What Makes Your Skin Age?

The only thing as certain as death and taxes is the reality of your skin changing and degrading as you age. Healthy habits and Shion’s anti-aging skincare products can help delay the process and allow you to enjoy healthy, glowing skin for longer, while minimizing the inevitable effects of aging on your skin, but eventually, time will have its way with your skin. But why? What exactly makes our skin age, and what can we do with the knowledge to improve our own skin and stay looking younger, longer? At Shion, we’re passionate about studying and treating skin to help people around the world enjoy the healthy, smooth skin they’ve always wanted. Today, we’ll discuss how skin ages and the factors that contribute to skin wrinkling and weakening over time so you can better understand what is and isn’t in your control with regards to controlling your skin’s aging. If you want to improve the look and feel of your skin, boost your skincare routine with our anti-aging skincare products and collagen-boosting drinks and read on to learn about what makes your skin age!

Skin Basics

Before we dive into the details of how and why your skin ages, let’s first run through the basic layers of your skin. Your skin is composed of three main layers: the epidermis, dermis and subcutaneous tissue.

The epidermis is the surface layer of your skin and is characterized by being rich in keratin, which provides your skin toughness and resistance to water. The epidermis is the layer of skin where dead skin cells are shed and where melanin is found. Melanin is a dark pigment that most famously contributes to the color of your skin: “white” races such as Caucasians and Hispanics have substantially less melanin in their epidermis layer than “black” races such as Africans and Indians. The difference between the “races” of humanity are less than skin-deep, they’re only surface-deep.

The second layer of your skin, underneath the epidermis, is the dermis. The dermis is a much thicker layer of skin and is composed of nerves, fats, blood vessels, elastin and collagen fibers. Collagen aids in the production of new, youthful skin cells to replace the ones that die and fall off the body naturally. Both elastin and collagen provide elasticity to your skin and are the main components of your skin that keep it smooth and youthful when operating at their best. This layer of skin is the one that is damaged when you are injured by minor cuts and scrapes.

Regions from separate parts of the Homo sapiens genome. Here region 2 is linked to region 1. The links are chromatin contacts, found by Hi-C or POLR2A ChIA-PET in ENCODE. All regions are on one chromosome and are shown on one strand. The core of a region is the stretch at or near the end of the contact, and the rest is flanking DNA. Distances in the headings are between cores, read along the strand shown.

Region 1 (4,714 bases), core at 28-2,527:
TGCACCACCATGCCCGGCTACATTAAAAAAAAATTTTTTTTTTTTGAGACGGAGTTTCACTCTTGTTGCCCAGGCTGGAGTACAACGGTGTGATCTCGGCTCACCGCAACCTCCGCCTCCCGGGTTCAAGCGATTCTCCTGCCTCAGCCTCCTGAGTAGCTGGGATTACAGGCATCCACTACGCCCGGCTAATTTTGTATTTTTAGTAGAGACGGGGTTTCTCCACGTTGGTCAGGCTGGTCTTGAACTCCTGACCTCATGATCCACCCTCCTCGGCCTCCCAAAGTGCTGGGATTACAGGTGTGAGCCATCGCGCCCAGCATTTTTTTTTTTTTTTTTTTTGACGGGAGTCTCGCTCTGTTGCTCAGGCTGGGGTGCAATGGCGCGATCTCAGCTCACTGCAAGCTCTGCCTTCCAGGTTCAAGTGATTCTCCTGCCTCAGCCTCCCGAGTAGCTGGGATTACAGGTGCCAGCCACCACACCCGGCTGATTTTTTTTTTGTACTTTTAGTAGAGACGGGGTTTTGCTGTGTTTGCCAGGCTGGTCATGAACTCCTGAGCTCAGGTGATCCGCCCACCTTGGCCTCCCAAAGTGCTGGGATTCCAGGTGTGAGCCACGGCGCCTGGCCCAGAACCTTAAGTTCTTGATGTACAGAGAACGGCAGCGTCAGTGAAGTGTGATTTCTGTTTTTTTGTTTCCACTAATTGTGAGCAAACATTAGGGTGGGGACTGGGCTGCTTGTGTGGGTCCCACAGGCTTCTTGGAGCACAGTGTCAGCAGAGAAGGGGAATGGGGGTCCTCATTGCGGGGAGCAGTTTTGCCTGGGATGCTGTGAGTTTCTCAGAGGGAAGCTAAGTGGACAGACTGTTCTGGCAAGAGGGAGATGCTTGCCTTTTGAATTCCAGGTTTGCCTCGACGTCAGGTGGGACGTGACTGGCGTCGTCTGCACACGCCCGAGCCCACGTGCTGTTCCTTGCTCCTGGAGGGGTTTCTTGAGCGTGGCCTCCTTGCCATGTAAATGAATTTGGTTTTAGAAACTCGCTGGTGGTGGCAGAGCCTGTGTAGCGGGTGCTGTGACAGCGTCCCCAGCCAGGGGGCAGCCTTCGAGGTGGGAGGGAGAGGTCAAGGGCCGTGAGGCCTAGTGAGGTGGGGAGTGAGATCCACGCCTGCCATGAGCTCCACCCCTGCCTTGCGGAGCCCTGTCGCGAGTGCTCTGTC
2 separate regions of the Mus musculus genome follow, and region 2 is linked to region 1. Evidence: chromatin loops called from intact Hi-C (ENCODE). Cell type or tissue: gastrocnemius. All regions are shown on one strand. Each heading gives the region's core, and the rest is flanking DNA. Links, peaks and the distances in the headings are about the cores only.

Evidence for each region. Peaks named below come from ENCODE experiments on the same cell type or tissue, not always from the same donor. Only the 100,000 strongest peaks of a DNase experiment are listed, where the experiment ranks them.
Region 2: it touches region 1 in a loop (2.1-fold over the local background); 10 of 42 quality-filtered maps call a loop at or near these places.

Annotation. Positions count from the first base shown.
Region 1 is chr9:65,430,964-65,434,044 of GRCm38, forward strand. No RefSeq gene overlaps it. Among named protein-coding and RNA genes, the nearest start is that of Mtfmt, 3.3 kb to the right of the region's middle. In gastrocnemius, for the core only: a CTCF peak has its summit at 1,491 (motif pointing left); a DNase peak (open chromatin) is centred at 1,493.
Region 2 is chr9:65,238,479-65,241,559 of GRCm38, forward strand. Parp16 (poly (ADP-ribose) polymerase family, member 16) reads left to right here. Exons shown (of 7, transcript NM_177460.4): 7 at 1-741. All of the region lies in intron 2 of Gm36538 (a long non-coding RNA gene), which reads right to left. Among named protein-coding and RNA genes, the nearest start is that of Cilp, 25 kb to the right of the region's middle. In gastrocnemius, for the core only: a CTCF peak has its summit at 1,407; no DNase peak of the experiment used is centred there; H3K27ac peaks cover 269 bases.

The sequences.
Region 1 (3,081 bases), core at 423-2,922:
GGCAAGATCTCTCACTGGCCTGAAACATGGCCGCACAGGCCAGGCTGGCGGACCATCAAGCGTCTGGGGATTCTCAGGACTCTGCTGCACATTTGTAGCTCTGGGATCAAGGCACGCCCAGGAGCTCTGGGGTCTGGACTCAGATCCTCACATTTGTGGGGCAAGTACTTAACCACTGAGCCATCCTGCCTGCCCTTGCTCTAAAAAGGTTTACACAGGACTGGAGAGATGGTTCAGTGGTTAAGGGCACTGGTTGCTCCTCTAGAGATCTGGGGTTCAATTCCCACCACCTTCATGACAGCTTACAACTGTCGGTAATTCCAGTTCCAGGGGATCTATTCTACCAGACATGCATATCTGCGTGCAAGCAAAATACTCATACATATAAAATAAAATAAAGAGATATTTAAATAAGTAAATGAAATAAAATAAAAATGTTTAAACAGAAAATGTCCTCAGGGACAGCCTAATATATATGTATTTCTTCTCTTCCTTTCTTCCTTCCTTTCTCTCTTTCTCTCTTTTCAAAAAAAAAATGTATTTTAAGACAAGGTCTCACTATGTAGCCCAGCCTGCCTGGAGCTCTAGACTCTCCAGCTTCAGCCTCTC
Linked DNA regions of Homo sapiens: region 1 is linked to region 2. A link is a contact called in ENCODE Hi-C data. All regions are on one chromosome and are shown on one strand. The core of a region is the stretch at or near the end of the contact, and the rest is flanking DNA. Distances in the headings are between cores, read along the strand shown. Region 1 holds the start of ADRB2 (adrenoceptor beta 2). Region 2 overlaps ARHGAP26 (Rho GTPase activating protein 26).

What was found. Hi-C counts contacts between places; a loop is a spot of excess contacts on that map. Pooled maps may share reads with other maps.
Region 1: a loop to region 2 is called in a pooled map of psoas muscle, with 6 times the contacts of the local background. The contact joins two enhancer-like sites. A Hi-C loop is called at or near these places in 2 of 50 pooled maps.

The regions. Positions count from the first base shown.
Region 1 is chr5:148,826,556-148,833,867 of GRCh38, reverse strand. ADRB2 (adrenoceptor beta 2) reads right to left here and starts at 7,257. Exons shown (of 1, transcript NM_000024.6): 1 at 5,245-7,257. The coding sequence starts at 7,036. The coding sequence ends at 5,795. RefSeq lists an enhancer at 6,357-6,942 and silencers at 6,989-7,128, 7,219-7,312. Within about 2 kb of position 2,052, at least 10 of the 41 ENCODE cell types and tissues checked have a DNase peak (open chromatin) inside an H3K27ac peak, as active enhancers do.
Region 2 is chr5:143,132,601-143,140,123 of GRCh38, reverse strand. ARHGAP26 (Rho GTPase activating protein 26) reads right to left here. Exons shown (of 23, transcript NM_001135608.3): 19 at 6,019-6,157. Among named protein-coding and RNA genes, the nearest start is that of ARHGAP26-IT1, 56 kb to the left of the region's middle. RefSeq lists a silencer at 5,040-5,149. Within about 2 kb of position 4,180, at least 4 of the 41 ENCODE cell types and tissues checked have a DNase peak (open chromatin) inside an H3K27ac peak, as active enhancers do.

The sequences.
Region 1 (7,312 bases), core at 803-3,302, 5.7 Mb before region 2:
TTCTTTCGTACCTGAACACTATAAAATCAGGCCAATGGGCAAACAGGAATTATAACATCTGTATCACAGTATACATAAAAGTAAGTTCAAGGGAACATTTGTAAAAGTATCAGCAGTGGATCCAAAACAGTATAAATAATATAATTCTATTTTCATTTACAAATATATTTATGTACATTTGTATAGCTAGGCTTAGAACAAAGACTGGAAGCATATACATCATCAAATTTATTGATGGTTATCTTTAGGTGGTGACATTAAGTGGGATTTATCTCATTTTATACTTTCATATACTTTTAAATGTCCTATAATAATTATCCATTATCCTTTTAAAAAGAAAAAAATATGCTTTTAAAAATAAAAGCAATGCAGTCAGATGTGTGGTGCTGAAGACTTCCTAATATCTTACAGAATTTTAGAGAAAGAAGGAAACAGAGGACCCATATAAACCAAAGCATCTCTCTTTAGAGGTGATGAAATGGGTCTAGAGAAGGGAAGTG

The subcutaneous layer of your skin is composed of fats and functions to hold your internal organs in place and keep you warm. In essence, it’s your body’s insulation layer.

Types Of Skin Aging

Now that we’ve reviewed the layers of your skin and how each functions, let’s talk about how and why your skin ages! There are two primary types of skin aging: intrinsic and extrinsic.

Intrinsic Skin Aging

Intrinsic aging is the name scientists have for the natural aging process that occurs over time, regardless of external factors. When it comes to intrinsic aging, the only hope for your skin is that your genetics are wired for your skin to age slightly less quickly than the average person’s. But really, there’s not much that can be done to combat intrinsic aging.

Starting in your twenties, your dermis will begin to produce about one percent less collagen each year. Your collagen and elastin fibers will grow thicker, more clumped and looser. In noticeable terms, your skin will slowly begin to grow more brittle and less elastic, which will eventually lead into wrinkling and sagging. However, you may be able to fight collagen depletion with our MK Collagen Booster Drink!